A dear friend wrote me the morning after the Super Bowl and asked if I felt “spiritually wounded.” She knew I had a lot invested in the Seahawks. (See this post I wrote on the NFC Championships, where I explore my rising belief system that teamwork and synergy will untap magic, and that the Hawks were powerfully modeling this truth.)
Yes, I did feel wounded, and “spiritually wounded” was sort of right, too, in the sense that the wounding was much deeper than a football game. That I’ve felt sick to my stomach since the Super Bowl isn’t about a football game.
Look, I’ve followed the Seahawks most of my life; being a fan is mostly about a lot of defeat and a few moments of glory. So, it’s not a loss, per se, that hurts. I don’t care about a loss.
But that loss wasn’t just a loss to forget about and move forward on. That loss needs some reckoning with.
And if you send me one more article explaining the “logic” of Pete’s call in the final moments, just know I’ve read them and I am done reading them.
Look, that play call to throw into a sea of defenders (when your passing game was at 50% that day), instead of putting the ball in the hands of Lynch, who had not been stopped or stuffed all game, was not about the “logic” of a play call. I don’t care how likeable Pete is, or the stats they can throw at us, or how they want to stand by that call with fancy interviews and explanations so we all can stop hurting and feel better.
And, with all due respect to Pete and what he’s accomplished in Seattle, I don’t want to be told to forget what just happened before we are honest enough to name what happened.
So, tap into your body for a moment. When you watch arguably the best running back in the league, who is at the peak of his career, who has literally carried the team on his back all year, who has created the conditions for the quarterback to shine—when you watch Marshawn, who challenges the media and the power systems in the NFL, who defiantly owns his own labor, who “shouts out to the real Afrikans” in the room during Media Day, when you watch this man denied his opportunity to go a half a yard and win the game for his team and his MVP, your body ought to hurt.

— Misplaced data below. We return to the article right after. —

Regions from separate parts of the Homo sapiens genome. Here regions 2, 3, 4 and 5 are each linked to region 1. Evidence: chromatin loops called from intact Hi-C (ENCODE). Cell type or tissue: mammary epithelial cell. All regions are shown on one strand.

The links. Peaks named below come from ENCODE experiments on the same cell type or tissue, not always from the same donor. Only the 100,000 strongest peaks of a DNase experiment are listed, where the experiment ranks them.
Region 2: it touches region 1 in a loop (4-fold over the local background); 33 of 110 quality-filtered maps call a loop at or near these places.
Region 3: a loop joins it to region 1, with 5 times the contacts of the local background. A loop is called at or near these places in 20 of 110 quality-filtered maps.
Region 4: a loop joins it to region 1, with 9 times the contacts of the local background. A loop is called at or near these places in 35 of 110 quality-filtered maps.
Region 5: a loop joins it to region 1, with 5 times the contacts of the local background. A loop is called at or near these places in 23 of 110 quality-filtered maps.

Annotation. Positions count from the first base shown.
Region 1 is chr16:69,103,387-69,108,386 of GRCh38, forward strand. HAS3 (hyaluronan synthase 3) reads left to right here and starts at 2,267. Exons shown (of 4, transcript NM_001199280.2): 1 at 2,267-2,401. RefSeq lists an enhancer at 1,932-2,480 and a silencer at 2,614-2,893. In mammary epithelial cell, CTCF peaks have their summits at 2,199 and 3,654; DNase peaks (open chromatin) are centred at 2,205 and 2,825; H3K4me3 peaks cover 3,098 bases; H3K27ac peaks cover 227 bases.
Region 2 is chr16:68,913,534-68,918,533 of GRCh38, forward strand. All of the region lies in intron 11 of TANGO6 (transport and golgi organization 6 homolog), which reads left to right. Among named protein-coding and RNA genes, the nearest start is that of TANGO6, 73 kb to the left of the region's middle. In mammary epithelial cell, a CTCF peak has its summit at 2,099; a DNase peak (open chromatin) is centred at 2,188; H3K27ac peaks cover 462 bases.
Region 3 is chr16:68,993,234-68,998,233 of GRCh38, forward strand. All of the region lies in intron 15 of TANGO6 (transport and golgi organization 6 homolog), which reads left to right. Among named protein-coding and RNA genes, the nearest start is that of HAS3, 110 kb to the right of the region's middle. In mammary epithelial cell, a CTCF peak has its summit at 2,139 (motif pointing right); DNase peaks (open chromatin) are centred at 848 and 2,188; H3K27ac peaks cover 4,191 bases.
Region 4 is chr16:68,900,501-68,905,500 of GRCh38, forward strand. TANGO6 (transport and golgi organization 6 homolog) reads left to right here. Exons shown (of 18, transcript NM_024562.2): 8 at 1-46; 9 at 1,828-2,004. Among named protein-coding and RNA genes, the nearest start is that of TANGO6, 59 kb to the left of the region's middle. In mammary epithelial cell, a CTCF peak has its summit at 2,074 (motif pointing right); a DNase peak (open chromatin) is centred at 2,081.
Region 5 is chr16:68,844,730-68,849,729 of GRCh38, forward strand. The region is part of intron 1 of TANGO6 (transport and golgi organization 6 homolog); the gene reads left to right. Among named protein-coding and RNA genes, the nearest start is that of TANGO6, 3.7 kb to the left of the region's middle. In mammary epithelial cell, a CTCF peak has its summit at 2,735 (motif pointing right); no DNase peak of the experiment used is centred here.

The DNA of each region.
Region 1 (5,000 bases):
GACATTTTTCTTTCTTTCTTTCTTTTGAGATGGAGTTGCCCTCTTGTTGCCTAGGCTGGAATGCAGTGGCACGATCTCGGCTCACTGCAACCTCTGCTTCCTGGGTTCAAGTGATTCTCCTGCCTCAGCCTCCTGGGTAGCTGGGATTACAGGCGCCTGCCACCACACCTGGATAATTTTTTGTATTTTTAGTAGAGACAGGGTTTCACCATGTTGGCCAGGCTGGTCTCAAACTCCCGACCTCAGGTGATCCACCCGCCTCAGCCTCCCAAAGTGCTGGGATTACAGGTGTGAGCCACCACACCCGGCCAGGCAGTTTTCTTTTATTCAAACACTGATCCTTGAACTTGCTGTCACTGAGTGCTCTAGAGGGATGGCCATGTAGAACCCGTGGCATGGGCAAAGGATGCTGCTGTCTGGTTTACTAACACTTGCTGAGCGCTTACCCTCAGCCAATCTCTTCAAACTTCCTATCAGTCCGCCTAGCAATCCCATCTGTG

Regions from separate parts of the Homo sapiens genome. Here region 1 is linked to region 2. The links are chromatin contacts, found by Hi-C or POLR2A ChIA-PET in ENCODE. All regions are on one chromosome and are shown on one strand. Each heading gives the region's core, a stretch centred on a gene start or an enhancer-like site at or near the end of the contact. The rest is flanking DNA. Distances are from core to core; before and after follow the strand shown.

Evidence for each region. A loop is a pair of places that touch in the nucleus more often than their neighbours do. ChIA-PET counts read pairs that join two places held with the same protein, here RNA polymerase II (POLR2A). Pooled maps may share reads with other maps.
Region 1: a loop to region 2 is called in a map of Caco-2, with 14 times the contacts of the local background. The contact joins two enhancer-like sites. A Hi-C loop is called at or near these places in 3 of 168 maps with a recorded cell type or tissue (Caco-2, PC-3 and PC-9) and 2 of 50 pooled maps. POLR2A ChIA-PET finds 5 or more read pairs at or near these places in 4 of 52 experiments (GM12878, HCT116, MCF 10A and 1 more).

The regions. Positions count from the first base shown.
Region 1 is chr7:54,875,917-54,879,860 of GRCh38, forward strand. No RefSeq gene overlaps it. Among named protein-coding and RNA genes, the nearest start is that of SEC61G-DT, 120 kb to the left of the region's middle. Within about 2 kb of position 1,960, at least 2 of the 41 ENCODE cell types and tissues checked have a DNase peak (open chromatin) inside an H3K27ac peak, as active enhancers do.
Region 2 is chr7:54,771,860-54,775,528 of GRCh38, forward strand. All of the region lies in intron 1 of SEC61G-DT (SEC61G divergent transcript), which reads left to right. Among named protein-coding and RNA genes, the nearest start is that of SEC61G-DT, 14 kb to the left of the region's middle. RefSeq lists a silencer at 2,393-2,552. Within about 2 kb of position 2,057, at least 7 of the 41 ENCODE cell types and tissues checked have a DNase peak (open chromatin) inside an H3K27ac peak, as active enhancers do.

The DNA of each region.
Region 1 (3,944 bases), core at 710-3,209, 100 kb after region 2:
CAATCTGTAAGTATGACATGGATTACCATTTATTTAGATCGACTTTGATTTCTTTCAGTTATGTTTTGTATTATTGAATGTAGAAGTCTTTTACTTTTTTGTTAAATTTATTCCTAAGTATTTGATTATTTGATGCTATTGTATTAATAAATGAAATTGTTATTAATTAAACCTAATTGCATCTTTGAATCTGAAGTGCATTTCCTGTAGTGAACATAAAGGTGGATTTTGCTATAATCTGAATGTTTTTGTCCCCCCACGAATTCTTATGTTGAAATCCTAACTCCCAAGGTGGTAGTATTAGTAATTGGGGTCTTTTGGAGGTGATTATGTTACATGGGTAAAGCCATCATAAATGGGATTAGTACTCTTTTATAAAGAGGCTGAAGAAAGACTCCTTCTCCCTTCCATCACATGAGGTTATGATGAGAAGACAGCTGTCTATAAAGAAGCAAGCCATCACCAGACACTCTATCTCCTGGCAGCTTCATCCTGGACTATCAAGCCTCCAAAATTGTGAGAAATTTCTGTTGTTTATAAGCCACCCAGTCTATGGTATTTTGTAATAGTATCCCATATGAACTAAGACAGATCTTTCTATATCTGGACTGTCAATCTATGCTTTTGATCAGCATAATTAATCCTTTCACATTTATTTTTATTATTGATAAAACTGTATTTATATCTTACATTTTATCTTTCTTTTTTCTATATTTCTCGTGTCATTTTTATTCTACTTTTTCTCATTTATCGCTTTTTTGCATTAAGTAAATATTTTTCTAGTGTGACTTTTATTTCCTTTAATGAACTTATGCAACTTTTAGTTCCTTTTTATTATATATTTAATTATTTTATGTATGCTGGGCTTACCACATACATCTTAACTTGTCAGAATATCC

Because you are not just seeing a bad play call.
You are tapping into a deep grief, and you are seeing what this country is built on, and what most white people live their whole lives refusing to perceive.
(And if you can’t perceive that, if you refuse to perceive that, I can’t help you in this one article because white supremacism runs too deep in our bones and bank accounts. I can suggest that you look at your bookshelf. Whose on it? How many folks of color? How many women? Who narrates the world to you?)
Pete Carroll is charismatic and likeable and great with words. I think he’s probably an amazing coach. I think he probably thought having Wilson throw was a good play.
But tap into your body and heart and be real.
This moment, with 2 minutes lefts in the Super Bowl, right after a miracle diving bobbling reception by Kearse, this moment was Lynch’s moment. Everybody knew it. I don’t care if they put 5 defenders on him. Lynch can go 5 yards with 5 defenders on him. We all know that. And we had 3 downs, which meant he had 3 chances to go half a yard.
Roger Goodell—the NFL Commissioner who is the apotheosis of smug, rich, white supremacism—was supposed to hand that MVP trophy to “shout out to all the real Afrikans” Lynch.
Many of us were waiting for this moment, for that shift of power that meant something. It’s a shift of power we so desperately need in this historical moment, a change that has been building up in many arenas.